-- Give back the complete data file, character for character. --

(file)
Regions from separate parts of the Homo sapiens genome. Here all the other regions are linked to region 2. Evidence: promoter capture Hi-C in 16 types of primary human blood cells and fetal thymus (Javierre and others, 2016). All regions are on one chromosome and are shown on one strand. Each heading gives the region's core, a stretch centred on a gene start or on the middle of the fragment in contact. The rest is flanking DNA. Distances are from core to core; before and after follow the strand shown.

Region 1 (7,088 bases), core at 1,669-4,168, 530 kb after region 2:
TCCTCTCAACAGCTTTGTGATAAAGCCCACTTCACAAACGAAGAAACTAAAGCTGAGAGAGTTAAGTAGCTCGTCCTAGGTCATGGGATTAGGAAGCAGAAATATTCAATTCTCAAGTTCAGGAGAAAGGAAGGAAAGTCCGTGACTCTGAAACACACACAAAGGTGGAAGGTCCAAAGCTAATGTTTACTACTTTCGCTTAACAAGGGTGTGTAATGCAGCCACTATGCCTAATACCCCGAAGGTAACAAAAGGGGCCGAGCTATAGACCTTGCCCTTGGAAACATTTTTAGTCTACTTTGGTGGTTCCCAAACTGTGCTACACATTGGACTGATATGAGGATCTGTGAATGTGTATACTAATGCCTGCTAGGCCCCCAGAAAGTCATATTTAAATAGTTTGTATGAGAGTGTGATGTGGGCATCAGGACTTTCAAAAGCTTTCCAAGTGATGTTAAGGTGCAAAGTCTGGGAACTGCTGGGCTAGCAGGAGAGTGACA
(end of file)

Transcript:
Regions from separate parts of the Homo sapiens genome. Here all the other regions are linked to region 2. Evidence: promoter capture Hi-C in 16 types of primary human blood cells and fetal thymus (Javierre and others, 2016). All regions are on one chromosome and are shown on one strand. Each heading gives the region's core, a stretch centred on a gene start or on the middle of the fragment in contact. The rest is flanking DNA. Distances are from core to core; before and after follow the strand shown.

Region 1 (7,088 bases), core at 1,669-4,168, 530 kb after region 2:
TCCTCTCAACAGCTTTGTGATAAAGCCCACTTCACAAACGAAGAAACTAAAGCTGAGAGAGTTAAGTAGCTCGTCCTAGGTCATGGGATTAGGAAGCAGAAATATTCAATTCTCAAGTTCAGGAGAAAGGAAGGAAAGTCCGTGACTCTGAAACACACACAAAGGTGGAAGGTCCAAAGCTAATGTTTACTACTTTCGCTTAACAAGGGTGTGTAATGCAGCCACTATGCCTAATACCCCGAAGGTAACAAAAGGGGCCGAGCTATAGACCTTGCCCTTGGAAACATTTTTAGTCTACTTTGGTGGTTCCCAAACTGTGCTACACATTGGACTGATATGAGGATCTGTGAATGTGTATACTAATGCCTGCTAGGCCCCCAGAAAGTCATATTTAAATAGTTTGTATGAGAGTGTGATGTGGGCATCAGGACTTTCAAAAGCTTTCCAAGTGATGTTAAGGTGCAAAGTCTGGGAACTGCTGGGCTAGCAGGAGAGTGACA